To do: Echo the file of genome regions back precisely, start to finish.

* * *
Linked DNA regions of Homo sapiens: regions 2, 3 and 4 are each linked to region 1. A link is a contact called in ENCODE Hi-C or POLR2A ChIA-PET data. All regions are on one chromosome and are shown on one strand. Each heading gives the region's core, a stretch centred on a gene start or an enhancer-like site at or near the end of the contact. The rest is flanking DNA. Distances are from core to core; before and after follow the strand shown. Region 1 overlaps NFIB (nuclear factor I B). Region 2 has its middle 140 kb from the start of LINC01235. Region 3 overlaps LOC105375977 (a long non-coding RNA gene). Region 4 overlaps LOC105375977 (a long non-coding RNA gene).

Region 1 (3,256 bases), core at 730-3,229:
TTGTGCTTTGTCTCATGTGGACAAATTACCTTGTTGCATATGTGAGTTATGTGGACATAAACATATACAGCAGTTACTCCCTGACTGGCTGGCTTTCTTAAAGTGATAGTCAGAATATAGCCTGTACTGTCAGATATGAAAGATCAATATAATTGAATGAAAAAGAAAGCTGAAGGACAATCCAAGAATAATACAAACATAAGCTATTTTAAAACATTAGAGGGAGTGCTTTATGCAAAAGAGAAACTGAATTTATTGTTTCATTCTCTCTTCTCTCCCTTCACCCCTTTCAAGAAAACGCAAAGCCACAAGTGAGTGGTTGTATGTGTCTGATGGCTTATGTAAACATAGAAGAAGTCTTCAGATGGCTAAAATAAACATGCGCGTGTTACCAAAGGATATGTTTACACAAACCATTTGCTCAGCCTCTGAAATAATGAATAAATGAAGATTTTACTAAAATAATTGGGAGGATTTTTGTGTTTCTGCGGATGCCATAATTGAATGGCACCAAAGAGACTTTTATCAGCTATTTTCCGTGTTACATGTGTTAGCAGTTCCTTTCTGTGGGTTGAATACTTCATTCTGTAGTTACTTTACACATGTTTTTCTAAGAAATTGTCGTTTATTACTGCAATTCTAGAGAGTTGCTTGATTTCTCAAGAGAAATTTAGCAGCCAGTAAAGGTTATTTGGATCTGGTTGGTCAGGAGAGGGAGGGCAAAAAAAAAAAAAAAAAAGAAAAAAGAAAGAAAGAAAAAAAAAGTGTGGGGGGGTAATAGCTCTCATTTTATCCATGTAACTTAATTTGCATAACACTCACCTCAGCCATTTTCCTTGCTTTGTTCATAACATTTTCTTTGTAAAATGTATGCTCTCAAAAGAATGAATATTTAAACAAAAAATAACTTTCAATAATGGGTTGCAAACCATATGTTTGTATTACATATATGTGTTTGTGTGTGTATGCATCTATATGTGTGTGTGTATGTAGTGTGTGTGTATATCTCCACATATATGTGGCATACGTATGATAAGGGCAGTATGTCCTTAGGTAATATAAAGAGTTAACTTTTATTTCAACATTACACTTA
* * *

Linked DNA regions of Homo sapiens: regions 2, 3 and 4 are each linked to region 1. A link is a contact called in ENCODE Hi-C or POLR2A ChIA-PET data. All regions are on one chromosome and are shown on one strand. Each heading gives the region's core, a stretch centred on a gene start or an enhancer-like site at or near the end of the contact. The rest is flanking DNA. Distances are from core to core; before and after follow the strand shown. Region 1 overlaps NFIB (nuclear factor I B). Region 2 has its middle 140 kb from the start of LINC01235. Region 3 overlaps LOC105375977 (a long non-coding RNA gene). Region 4 overlaps LOC105375977 (a long non-coding RNA gene).

Region 1 (3,256 bases), core at 730-3,229:
TTGTGCTTTGTCTCATGTGGACAAATTACCTTGTTGCATATGTGAGTTATGTGGACATAAACATATACAGCAGTTACTCCCTGACTGGCTGGCTTTCTTAAAGTGATAGTCAGAATATAGCCTGTACTGTCAGATATGAAAGATCAATATAATTGAATGAAAAAGAAAGCTGAAGGACAATCCAAGAATAATACAAACATAAGCTATTTTAAAACATTAGAGGGAGTGCTTTATGCAAAAGAGAAACTGAATTTATTGTTTCATTCTCTCTTCTCTCCCTTCACCCCTTTCAAGAAAACGCAAAGCCACAAGTGAGTGGTTGTATGTGTCTGATGGCTTATGTAAACATAGAAGAAGTCTTCAGATGGCTAAAATAAACATGCGCGTGTTACCAAAGGATATGTTTACACAAACCATTTGCTCAGCCTCTGAAATAATGAATAAATGAAGATTTTACTAAAATAATTGGGAGGATTTTTGTGTTTCTGCGGATGCCATAATTGAATGGCACCAAAGAGACTTTTATCAGCTATTTTCCGTGTTACATGTGTTAGCAGTTCCTTTCTGTGGGTTGAATACTTCATTCTGTAGTTACTTTACACATGTTTTTCTAAGAAATTGTCGTTTATTACTGCAATTCTAGAGAGTTGCTTGATTTCTCAAGAGAAATTTAGCAGCCAGTAAAGGTTATTTGGATCTGGTTGGTCAGGAGAGGGAGGGCAAAAAAAAAAAAAAAAAAGAAAAAAGAAAGAAAGAAAAAAAAAGTGTGGGGGGGTAATAGCTCTCATTTTATCCATGTAACTTAATTTGCATAACACTCACCTCAGCCATTTTCCTTGCTTTGTTCATAACATTTTCTTTGTAAAATGTATGCTCTCAAAAGAATGAATATTTAAACAAAAAATAACTTTCAATAATGGGTTGCAAACCATATGTTTGTATTACATATATGTGTTTGTGTGTGTATGCATCTATATGTGTGTGTGTATGTAGTGTGTGTGTATATCTCCACATATATGTGGCATACGTATGATAAGGGCAGTATGTCCTTAGGTAATATAAAGAGTTAACTTTTATTTCAACATTACACTTA